Scary Shkreli: Witnesses in case against pharma bro fear intimidation, harassment

Martin Shkreli, former CEO of Turing Pharmaceuticals LLC © Joshua Roberts
Witnesses in the criminal securities fraud case against former pharmaceutical executive Martin Shkreli feel intimidation due to threats they received from the ‘pharma bro’ in the past.

Prosecutors want to delay a related US Securities and Exchange Commission (SEC) lawsuit for, among other reasons, the “well-founded concern of witness intimidation based on defendant Shkreli's past behavior," Reuters reports.

Although the specifics of Shkreli’s intimidation against the prosecutions’ witnesses have not been released, there have been reports supporting him behaving aggressively towards business adversaries.

In December 2015,the day before he was arrested, Shkreli gave an interview to HipHop DX, a music website. In the interview, Shkreli referred to a 2013 lawsuit where he threatened Tim Pierotti, a former colleague.

Shkreli confirmed in the interview that he “threatened that f***ing guy and his f***ing kids because he f***ing took $3 million from me and he ended up paying me back.” He also had the man followed, admitting that “I had two guys parked outside of his house for six months watching his every f***ing move.

In September, Gawker reported that court documents alleged that Shkreli had harassed the wife and son of the same former colleague. The documents contain a letter written to Kristen Pierotti, Tim Pierotti’s wife, saying: “When I initiate my litigation, I will sue both you and your husband for fraud. I am going to inform the bank who holds your mortgage and local police department that you have committed fraud. I hope to see you and your four children homeless and I will do whatever I can to assure this.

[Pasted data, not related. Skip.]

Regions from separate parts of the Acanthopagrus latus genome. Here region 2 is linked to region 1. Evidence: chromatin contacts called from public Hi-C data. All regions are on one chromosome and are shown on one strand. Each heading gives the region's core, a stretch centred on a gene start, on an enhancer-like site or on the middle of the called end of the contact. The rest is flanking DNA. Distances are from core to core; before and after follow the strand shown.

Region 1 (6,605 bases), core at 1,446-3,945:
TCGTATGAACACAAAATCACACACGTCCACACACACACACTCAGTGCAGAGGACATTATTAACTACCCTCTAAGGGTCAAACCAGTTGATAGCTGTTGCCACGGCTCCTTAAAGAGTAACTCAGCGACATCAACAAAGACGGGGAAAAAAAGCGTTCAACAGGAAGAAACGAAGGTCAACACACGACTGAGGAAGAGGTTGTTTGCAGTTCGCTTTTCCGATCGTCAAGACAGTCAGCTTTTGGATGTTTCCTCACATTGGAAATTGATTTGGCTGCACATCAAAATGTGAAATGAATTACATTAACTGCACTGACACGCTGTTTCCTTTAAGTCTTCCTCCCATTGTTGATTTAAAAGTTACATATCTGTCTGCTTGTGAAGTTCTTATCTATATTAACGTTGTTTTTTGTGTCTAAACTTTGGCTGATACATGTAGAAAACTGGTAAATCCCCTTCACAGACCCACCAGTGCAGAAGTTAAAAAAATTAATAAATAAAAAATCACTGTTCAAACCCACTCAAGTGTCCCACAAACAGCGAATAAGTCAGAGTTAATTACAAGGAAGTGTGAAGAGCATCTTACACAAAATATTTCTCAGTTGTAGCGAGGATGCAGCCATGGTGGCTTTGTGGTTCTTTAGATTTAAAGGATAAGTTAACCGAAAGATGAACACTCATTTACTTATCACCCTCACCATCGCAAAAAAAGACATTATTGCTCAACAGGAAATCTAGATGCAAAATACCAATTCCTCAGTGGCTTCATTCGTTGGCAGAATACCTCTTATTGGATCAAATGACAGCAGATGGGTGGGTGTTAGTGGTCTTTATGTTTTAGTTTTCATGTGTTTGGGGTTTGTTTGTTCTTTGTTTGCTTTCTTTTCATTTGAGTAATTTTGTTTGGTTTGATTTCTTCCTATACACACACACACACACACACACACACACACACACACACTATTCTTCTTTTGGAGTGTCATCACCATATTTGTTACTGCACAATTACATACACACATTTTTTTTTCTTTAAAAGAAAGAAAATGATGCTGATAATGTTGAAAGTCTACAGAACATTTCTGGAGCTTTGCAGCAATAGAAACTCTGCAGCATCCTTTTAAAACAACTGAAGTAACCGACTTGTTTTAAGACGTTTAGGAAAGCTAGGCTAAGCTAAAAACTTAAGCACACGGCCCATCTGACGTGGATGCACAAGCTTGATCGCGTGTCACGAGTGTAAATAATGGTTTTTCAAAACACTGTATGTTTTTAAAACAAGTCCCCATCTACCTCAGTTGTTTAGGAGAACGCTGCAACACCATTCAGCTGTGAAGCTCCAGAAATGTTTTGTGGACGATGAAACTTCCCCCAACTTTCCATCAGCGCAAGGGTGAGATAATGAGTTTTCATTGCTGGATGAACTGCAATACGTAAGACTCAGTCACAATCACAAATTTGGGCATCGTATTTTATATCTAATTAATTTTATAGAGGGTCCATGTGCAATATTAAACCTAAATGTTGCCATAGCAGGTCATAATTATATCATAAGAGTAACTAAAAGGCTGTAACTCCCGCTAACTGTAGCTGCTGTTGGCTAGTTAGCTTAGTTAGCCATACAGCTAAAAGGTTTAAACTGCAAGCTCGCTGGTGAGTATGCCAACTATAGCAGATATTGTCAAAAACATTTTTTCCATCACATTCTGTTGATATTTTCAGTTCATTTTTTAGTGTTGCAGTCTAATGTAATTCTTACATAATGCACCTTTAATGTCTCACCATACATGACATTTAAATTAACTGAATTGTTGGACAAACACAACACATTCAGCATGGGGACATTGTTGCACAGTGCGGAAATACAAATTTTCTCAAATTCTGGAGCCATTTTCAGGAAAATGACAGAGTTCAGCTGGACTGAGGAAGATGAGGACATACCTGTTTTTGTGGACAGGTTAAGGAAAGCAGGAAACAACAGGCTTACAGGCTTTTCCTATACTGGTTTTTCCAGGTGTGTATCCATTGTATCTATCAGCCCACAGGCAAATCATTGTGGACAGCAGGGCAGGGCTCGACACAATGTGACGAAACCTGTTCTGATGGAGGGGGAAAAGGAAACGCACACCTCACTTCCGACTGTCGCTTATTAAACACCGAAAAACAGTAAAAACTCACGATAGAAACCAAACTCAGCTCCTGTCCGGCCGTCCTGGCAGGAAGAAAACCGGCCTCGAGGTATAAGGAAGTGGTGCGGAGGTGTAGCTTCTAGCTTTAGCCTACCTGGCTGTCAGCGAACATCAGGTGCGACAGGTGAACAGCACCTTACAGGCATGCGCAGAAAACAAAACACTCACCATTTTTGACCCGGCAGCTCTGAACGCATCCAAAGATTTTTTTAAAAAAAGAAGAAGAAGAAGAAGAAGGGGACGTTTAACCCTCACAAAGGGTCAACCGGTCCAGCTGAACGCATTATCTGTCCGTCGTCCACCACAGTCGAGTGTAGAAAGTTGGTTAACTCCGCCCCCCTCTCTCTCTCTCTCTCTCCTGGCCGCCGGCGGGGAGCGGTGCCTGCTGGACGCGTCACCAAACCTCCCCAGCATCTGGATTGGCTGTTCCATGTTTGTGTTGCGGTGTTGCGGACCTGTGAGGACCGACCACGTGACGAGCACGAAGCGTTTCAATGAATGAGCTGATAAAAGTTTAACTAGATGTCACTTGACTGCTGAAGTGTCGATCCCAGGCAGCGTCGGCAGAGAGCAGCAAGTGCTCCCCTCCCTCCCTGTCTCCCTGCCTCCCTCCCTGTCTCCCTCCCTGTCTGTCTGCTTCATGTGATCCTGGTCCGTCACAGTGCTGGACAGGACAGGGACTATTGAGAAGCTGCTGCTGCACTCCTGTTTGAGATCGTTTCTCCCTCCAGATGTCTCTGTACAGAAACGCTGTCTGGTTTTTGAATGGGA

He also messaged Kristen on Facebook, along with her 16-year-old son. Shkreli reportedly went as far as texting Kristen Pierotti, one of which read “Hey sweetheart.

However, Shkreli’s attorney, Benjamin Brafman, doubts the validity of the prosecution’s claims. "While his keen 'intellect' can at times be intimidating to mere mortals,” Brafman said in an email to Reuters, “nothing else about (Shkreli) is intimidating at all.

Martin Shkreli was the infamous CEO of Turing Pharmaceuticals, a company that raised the cost of a medicine used to treat a parasitic infection by 5,000 percent. Daraprim treats toxoplasmosis, a disease that affects tens of millions of people in America alone, Gawker reports. However, he was forced to resign from his position at Turing following his arrest in December.

The US prosecution’s bid to delay the SEC lawsuit works against a bid from Shkreli’s team that sought to take depositions and obtain evidence in the SEC civil case.

Shkreli was arrested on December 17 on securities fraud charges. Prosecutors accused him of illegally taking stock from Retrophin Inc. to pay off his personal debts from unrelated business dealings as a hedge fund manager for MSMB Funds.

Shkreli started the biotechnology firm in 2011, but was ousted from the company in September 2014 and sued by its board of directors for $65 million.

The SEC accused Shkreli of misleading investors and prospective investors in MSMB Capital Management about the fund’s size and performance, claiming in July 2010 to have “returned +35.77 percent since inception on 11/1/2009.”

Actually it generated losses of about 18 percent. In December 2010, Shkreli “falsely stated” that the fund had $35 million in assets under management when it had less than $1,000 in assets in its bank and brokerage accounts.